The Danube Tourist Commission assists in the preparation of publications, film and television productions, and also issues a series of handy annual guides to cruises, excursion ships, yachting, cultural events on the Danube and Main-Danube Canal as well as information on the Danube bicycle trail. The awardwinning website records at least 18,000 visitors monthly and the website www. is the first international online Danube River Sales Guide featuring a recently expanded range of cultural events and travel information from all the countries along the river.

Part of a Danube family. The Danube Tourist Commission has been an observer to the ICPDR since 2004, and has also endeavoured to work together with important regional and national Danube organisations. The Danube Tourist Commission collaborates with the Institute for the Danube and Central Europe, the UNESCO working group Vienna and the Danube Cooperation Process and the Working Community of Danubian Regions, as well as maintaining an association with the EU Corridor VII (Danube)/Tina Vienna Transport Strategies.

The Danube Tourist Commission cooperates with the ICPDR to promote celebrations along the whole river for Danube Day on June 29. Additionally, to mark the start of the shipping season, Danube Navigation Day is celebrated with cross-border festivities every year on the last Sunday in April: April 26, 2009. The Danube Tourist Commission helped to develop this marketing event together with other organizations.

A river at the heart of Europe. Due to joint efforts, the Danube has emerged in recent years as one of Europe’s leading tourist destinations. Interest in the countries of south-eastern Europe and unhindered navigation along the entire length of the river down to the Danube delta have given a major boost to the region’s tourism generating steadily rising cruise ship and passenger numbers.


The Danube also boasts one of the continent‘s most beautiful bicycle trails. The Danube trail closely parallels the river‘s course and passes through an unbelievable variety of changing scenery, intact nature, architectural treasures, and some of central Europe‘s most interesting and beautiful cities. Away from heavily travelled roads cyclists relax and enjoy the sport safely, unhindered by motor traffic.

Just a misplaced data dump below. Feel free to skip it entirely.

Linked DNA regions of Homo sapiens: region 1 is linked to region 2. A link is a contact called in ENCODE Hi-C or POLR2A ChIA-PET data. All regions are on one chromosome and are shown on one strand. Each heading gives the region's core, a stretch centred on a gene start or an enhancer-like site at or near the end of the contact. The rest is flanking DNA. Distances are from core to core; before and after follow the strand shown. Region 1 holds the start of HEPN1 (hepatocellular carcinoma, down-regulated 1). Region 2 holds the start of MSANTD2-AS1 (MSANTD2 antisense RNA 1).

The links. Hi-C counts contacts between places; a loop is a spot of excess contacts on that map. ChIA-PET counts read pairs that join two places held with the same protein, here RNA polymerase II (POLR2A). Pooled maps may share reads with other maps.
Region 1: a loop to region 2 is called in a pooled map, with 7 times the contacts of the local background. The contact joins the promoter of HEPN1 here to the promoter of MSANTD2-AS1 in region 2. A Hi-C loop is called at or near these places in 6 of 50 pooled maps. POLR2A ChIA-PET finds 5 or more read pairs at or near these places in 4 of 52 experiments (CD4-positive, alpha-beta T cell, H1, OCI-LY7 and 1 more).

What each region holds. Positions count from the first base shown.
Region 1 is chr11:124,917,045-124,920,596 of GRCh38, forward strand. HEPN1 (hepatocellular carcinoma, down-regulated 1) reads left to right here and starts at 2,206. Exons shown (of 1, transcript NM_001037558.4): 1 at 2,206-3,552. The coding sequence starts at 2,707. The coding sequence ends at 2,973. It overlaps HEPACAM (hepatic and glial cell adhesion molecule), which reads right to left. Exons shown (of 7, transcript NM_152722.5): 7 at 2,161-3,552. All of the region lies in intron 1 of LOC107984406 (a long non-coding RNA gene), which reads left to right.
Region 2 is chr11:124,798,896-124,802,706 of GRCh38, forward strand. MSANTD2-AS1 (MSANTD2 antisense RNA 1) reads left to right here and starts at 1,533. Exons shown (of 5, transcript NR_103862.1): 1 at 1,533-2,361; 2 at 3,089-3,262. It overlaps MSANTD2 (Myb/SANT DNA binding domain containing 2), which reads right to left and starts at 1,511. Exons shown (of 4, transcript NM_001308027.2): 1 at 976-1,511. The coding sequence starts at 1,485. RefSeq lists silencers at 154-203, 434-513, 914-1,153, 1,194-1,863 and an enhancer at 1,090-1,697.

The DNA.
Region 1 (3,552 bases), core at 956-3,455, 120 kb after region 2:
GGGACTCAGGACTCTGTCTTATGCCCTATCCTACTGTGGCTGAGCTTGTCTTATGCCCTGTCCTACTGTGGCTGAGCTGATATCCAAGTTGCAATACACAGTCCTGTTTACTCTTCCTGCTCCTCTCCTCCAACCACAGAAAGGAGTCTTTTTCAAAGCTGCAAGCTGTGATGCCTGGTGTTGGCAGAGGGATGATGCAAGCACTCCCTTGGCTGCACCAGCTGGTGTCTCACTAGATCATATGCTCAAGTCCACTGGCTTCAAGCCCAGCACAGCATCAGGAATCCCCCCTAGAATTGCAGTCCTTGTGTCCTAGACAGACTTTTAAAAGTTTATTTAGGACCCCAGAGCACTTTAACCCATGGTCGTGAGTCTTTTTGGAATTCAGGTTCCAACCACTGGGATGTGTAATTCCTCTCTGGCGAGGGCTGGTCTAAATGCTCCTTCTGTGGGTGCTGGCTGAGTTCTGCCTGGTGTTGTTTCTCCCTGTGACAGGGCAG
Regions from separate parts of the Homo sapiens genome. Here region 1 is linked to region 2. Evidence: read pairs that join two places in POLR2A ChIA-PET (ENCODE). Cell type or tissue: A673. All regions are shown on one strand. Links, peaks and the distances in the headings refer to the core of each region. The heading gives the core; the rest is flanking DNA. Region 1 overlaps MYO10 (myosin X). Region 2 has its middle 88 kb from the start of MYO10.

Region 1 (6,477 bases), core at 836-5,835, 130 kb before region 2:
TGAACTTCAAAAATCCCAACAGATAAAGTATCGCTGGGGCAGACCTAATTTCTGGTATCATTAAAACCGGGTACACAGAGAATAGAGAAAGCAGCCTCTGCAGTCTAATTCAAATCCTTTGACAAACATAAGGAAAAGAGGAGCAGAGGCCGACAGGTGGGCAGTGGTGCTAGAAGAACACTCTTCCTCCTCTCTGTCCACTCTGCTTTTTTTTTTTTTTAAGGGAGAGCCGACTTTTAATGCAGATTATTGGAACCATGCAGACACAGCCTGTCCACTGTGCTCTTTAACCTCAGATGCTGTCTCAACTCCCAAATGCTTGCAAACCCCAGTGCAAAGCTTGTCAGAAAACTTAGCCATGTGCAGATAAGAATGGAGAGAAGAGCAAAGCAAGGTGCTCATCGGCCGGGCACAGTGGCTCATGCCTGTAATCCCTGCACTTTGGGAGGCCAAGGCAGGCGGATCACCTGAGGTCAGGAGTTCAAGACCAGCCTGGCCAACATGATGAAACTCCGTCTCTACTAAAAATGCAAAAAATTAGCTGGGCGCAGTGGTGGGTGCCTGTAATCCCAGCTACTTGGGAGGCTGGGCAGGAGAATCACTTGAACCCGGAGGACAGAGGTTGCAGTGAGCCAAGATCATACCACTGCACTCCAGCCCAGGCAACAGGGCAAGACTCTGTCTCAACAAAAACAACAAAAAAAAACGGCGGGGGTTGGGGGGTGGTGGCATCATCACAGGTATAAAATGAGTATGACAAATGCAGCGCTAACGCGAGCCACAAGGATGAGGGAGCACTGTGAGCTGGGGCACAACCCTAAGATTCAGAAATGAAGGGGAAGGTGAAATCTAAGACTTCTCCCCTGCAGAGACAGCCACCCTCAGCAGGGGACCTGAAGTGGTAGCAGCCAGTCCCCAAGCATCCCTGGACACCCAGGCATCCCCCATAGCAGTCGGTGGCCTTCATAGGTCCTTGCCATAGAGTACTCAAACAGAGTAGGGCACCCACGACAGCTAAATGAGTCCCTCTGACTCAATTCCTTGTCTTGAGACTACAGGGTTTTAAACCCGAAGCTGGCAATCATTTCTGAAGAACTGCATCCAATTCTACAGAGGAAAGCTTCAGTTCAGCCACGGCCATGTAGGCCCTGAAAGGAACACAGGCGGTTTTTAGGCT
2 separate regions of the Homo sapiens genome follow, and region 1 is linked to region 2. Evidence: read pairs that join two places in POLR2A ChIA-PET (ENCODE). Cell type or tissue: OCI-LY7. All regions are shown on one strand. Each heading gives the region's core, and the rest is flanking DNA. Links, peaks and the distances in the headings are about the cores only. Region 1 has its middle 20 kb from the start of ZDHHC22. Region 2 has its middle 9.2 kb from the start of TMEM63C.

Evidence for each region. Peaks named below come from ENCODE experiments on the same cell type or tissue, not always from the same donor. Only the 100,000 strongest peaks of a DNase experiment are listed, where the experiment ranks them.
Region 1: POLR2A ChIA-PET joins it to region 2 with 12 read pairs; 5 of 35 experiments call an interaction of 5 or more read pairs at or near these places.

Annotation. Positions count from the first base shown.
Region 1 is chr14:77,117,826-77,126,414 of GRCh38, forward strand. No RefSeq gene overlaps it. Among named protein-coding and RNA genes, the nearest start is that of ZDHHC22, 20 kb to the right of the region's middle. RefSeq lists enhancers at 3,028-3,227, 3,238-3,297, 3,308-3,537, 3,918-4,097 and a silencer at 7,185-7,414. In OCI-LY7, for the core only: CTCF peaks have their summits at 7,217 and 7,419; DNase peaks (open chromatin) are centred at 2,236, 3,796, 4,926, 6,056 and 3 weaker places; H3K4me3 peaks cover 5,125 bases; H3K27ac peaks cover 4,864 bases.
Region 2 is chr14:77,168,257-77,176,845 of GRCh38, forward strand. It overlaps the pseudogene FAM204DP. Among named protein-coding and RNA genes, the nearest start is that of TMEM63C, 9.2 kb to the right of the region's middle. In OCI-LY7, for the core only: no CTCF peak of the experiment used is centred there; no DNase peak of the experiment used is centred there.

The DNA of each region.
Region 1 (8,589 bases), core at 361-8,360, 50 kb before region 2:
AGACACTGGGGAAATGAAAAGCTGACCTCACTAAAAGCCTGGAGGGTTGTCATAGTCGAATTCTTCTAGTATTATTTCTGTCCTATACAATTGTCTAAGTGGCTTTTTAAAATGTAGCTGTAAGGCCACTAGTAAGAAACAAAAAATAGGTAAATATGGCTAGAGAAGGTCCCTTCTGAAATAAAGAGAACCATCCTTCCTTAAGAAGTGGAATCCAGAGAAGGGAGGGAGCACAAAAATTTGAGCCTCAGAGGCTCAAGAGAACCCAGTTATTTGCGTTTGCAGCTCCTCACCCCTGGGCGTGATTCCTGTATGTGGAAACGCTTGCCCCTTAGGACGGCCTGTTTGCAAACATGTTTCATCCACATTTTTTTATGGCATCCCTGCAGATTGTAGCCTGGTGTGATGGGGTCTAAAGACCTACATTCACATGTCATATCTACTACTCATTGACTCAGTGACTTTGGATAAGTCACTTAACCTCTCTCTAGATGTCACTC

Ambitious cyclists can cycle along the trail from Germany through Austria and Slovakia to Hungary, getting to know the countries and their peoples up close. And when they need a break from pedalling, cyclists can simply load their bicycles onto a ship – bikes are carried free of charge on most Danube liners – and relax on deck while the scenery slips by. Cruise guests can also make land excursions by bike, as rentals are available at many locations.

The Danube is navigable for large ships from kilometre 2415 at Kelheim. The 171-kilometre Main-Danube Canal, which opened to shipping in 1992 and links the river with the Rhine, makes possible cruises across the breadth of the continent from Amsterdam on the North Sea to Sulina on the Black Sea. On October 7, 2005 the Novi Sad pontoon bridge has finally been dismantled, giving again free passage to cruises through the Iron Gates and as far as the Danube delta.

With the accession of Romania and Bulgaria to the European Union in 2007, the Danube is a European inland waterway in every sense. The most important development along the Danube in 2008 is the extension of the Schengen area. On December 21, 2007 passport controls were eliminated in Vienna, Bratislava or Budapest, and the southern Hungarian city of Mohács now functions as the Schengen border crossing point for all ships cruising upstream and downstream.

Whether travelling along the Danube by road, rail or bicycle, or sailing aboard a gleaming cruise liner, no one can resist the lure of this ‘Queen of Rivers’ and the harmony of river and scenery.

Gerhard Skoff is the President of the Danube Tourist Commission.